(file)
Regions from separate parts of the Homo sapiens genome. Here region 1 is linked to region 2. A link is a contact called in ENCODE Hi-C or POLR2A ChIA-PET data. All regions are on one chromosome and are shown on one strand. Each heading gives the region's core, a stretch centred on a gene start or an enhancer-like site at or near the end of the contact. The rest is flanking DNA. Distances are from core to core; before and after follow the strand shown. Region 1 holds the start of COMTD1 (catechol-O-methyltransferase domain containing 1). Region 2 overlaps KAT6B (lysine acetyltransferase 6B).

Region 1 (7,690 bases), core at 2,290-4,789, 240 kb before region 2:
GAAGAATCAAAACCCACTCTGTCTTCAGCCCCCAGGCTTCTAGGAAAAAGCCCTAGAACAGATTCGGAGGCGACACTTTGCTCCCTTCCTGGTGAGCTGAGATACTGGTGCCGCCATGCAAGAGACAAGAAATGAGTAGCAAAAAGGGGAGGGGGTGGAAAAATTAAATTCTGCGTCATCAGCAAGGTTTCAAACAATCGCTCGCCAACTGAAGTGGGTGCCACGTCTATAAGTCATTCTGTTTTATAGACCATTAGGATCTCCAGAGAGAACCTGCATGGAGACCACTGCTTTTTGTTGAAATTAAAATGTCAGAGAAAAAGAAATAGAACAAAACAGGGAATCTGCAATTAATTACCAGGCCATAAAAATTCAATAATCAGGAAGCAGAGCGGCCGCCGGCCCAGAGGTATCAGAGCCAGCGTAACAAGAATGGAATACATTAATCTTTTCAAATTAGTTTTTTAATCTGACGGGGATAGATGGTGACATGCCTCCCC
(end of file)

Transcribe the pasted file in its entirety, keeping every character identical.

Regions from separate parts of the Homo sapiens genome. Here region 1 is linked to region 2. A link is a contact called in ENCODE Hi-C or POLR2A ChIA-PET data. All regions are on one chromosome and are shown on one strand. Each heading gives the region's core, a stretch centred on a gene start or an enhancer-like site at or near the end of the contact. The rest is flanking DNA. Distances are from core to core; before and after follow the strand shown. Region 1 holds the start of COMTD1 (catechol-O-methyltransferase domain containing 1). Region 2 overlaps KAT6B (lysine acetyltransferase 6B).

Region 1 (7,690 bases), core at 2,290-4,789, 240 kb before region 2:
GAAGAATCAAAACCCACTCTGTCTTCAGCCCCCAGGCTTCTAGGAAAAAGCCCTAGAACAGATTCGGAGGCGACACTTTGCTCCCTTCCTGGTGAGCTGAGATACTGGTGCCGCCATGCAAGAGACAAGAAATGAGTAGCAAAAAGGGGAGGGGGTGGAAAAATTAAATTCTGCGTCATCAGCAAGGTTTCAAACAATCGCTCGCCAACTGAAGTGGGTGCCACGTCTATAAGTCATTCTGTTTTATAGACCATTAGGATCTCCAGAGAGAACCTGCATGGAGACCACTGCTTTTTGTTGAAATTAAAATGTCAGAGAAAAAGAAATAGAACAAAACAGGGAATCTGCAATTAATTACCAGGCCATAAAAATTCAATAATCAGGAAGCAGAGCGGCCGCCGGCCCAGAGGTATCAGAGCCAGCGTAACAAGAATGGAATACATTAATCTTTTCAAATTAGTTTTTTAATCTGACGGGGATAGATGGTGACATGCCTCCCC